To better segment and organize the smart workplace, Keypoint Intelligence has created a taxonomy of services related to our industry. This taxonomy helps define and categorize disparate technologies and services, providing a more concrete and comprehensive view of smart workplace solutions and services.

                                                    Smart Workplace Segments

As part of our coverage of the smart workplace, we interviewed key vendors on their visions. The following is an excerpt from interviews with key visionaries at Canon Europe, namely Arthur Batalona (Senior Consultant Strategy & Business Development), Ian Tomlin (Senior Consultant Information Security) and Brennan Peyton (Sales Director, Business Imaging Solutions). Read more »

Keypoint Intelligence Forecasts Continued Growth in Business Inkjet & A4 Color Laser Shipments through 2022 in North America and Western Europe

Barbara Richards
 Jun 18, 2018

While the overall office equipment markets in NA and WE are mature, Keypoint Intelligence/InfoTrends expect continued growth in A4 Color Laser and Business Inkjet Segment 3 & 4 according to recently published SF Printer and MFP Hardware Forecasts for both regions. In addition, the shift from SF printers to multi-functional devices will continue. According to the forecast, in North America, SF Laser printers represented 46% of total shipments in 2017 and are expected to decline to 42% of devices compared with MF shipments which will grow from 52% to 58% by 2022.  While in Western Europe MF shipments will grow from 55% to 59% of total shipments during the same period.

In addition, total NA office color laser shipments are also expected to outperform monochrome devices during the same period growing from 33% of total shipments to 37% by 2022. While in Western Europe, office color laser is expected to grow from 39% of total shipments to 41% during the same period. While the overall market for both regions will remain relatively flat to a slight decline the shift from SF to MF devices and from monochrome to color will continue to impact the overall office equipment market. The biggest opportunity for growth is within the office color laser A4 segments (2-4) for both regions. The chart below provides a breakout by region and segment.

North America & Western Europe Office A4 Color Laser Forecast 2017-2022

Business Inkjet Segments Continue to Grow

In addition to the growth in A4 color laser, Keypoint Intelligence/InfoTrends forecast shows growth in Business Inkjet Segments 3 and 4 through the same period. Business Inkjet Segment 3 is expected to grow at 5.9% CAGR in North America and 2.8% CAGR in Western Europe.  The majority of unit growth will be in A4 MFPs in this business inkjet segment with new models that offer longer life consumables and feature-rich product offerings. This new breed of inkjet devices offers an attractive alternative to laser particularly within the SMB office environment with standard wireless connectivity, high yield consumables and in some cases, comparable cost per page to laser. Furthermore, Inkjet Segment 4 is expected to grow at 10.8% CAGR in North America and 3.7% CAGR by 2022 in Western Europe during the same period, driven by a wider acceptance of page-wide technology and new robust high-speed color inkjet devices entering this market segment.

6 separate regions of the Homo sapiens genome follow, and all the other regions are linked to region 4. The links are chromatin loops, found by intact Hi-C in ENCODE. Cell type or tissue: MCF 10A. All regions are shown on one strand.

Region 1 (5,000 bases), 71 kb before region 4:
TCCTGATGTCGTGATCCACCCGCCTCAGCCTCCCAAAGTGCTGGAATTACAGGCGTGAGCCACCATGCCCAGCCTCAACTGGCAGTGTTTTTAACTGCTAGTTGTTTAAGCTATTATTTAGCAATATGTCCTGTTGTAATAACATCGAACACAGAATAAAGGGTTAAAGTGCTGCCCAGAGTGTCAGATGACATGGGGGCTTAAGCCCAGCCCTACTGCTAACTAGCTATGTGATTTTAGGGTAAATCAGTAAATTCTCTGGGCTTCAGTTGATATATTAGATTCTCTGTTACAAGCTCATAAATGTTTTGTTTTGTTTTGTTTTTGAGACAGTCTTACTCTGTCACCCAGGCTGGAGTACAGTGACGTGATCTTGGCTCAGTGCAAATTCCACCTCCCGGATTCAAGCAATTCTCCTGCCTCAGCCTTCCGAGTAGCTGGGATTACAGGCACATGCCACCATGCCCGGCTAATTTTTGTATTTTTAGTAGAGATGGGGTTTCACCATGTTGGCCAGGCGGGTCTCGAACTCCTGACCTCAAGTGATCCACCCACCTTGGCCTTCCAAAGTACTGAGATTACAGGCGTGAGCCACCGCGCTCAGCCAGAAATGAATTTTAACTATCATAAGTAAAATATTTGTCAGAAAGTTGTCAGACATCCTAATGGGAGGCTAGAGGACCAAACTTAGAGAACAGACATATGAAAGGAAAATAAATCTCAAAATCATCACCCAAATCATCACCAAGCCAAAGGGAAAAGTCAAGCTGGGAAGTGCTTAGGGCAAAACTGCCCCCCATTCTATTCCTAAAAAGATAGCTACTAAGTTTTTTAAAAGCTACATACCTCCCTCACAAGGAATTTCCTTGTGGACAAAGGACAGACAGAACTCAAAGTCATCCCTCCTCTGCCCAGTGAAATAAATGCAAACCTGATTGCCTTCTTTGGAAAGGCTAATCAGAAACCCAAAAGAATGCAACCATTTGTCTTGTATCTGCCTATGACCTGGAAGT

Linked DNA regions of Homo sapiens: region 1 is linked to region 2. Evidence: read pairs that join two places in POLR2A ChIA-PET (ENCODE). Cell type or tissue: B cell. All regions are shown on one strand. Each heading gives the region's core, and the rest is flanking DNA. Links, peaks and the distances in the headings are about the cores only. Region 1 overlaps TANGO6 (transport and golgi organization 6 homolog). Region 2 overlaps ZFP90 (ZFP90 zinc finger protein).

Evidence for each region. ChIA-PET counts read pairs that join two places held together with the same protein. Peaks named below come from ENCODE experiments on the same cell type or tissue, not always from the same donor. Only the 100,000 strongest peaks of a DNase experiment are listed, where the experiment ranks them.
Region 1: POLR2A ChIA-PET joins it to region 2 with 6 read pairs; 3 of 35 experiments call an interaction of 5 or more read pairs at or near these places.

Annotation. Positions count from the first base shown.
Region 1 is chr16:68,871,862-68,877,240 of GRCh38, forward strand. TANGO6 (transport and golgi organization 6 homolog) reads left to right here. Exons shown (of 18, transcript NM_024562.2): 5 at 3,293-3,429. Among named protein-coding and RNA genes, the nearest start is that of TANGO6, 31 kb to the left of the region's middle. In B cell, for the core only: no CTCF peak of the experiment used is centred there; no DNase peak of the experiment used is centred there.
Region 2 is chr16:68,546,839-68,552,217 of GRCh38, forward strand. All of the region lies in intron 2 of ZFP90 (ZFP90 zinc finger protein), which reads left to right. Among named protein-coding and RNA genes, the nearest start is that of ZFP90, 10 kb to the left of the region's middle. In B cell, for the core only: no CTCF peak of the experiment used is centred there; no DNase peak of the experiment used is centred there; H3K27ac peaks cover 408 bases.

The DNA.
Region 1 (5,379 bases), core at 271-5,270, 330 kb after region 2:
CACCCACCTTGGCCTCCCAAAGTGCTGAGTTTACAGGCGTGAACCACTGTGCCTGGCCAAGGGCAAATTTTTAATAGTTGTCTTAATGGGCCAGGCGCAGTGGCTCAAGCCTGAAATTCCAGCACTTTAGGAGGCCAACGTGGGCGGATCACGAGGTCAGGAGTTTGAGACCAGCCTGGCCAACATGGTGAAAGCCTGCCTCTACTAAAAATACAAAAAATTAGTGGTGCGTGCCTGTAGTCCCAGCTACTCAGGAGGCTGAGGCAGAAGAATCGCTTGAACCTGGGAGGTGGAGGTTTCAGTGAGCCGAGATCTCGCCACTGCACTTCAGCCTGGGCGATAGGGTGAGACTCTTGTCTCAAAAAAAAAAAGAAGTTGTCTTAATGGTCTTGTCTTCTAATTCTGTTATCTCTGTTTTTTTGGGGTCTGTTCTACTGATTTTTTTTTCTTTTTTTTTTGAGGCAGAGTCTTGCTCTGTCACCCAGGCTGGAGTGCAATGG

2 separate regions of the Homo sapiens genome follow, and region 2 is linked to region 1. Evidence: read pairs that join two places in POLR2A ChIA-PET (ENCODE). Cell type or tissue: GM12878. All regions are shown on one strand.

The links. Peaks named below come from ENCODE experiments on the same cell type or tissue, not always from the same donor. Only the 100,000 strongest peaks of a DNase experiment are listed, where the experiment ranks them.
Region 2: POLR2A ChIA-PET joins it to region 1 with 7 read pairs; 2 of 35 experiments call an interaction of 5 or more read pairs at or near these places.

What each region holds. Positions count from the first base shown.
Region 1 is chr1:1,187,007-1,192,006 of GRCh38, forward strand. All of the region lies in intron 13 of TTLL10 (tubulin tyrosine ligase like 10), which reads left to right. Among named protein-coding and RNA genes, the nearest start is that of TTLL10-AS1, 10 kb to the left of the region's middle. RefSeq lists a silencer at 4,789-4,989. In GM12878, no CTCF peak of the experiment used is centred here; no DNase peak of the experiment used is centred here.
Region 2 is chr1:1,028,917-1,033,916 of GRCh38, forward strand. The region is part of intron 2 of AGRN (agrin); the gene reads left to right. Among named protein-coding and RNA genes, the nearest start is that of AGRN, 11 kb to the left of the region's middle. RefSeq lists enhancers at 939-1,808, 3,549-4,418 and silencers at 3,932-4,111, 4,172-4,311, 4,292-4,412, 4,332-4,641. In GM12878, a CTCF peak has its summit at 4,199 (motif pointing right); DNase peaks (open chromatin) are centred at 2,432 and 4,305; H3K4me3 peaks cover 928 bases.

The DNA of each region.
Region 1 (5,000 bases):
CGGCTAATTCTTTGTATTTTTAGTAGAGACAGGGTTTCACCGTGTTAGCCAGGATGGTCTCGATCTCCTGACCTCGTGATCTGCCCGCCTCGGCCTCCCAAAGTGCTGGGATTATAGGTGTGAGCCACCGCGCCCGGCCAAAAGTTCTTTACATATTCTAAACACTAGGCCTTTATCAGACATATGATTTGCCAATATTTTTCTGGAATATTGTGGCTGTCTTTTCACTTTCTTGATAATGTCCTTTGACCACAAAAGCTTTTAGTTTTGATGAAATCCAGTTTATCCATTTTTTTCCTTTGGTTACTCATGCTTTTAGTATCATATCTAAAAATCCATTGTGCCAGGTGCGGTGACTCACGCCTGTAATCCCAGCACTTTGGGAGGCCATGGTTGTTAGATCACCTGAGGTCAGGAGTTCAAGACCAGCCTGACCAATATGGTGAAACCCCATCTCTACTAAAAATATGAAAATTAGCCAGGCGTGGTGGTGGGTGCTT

North America and Western Europe Business Inkjet Segment 3 and 4 Shipment Forecast 2017-2022

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Going Silver, Gold, Fluorescent and more with BiancoDigitale

Ralf Schlozer
 

With all eyes on high volume production solutions we often overlook the small solution that can add value and enhance print at a very affordable level. At Print4All – the Italian print show combing all kinds of print from commercial, to packaging, to industrial – Xerox highlighted its recently launched Iridesse. Simultaneously in the corner of the booth, Xerox’ Italian concessionaire M.C. System showed its BiancoDigitale print and print enhancements system, based on a modest Xerox C60 Light Production device.

M.C. System srl is a family owned Xerox concessionaire since 1984 and is based close to Perugia. The company has 45 employees and provides full sales and service for Xerox equipment. BiancoDigitale is a registered trademark of M.C. System srl which developed the entire project. BiancoDigitale is actually a range of solutions consisting of the Multiverse as a kit for the C60 and C70 or as a modified C60 device and the BiancoDigitale White Printing Series for desktop printers (Phaser 7800, Versalink C400 and C7000 and old models as the Phaser 6600 and 7100) for printing on transfer media or coloured paper. The specialty colour kits were previewed at drupa 2016 and became available in 2017. By now there are more than 100 kits sold. While the kits for the desktop printers are restricted to the very occasional users, the solutions based on Xerox’ Light Production devices have real appeal to the production market.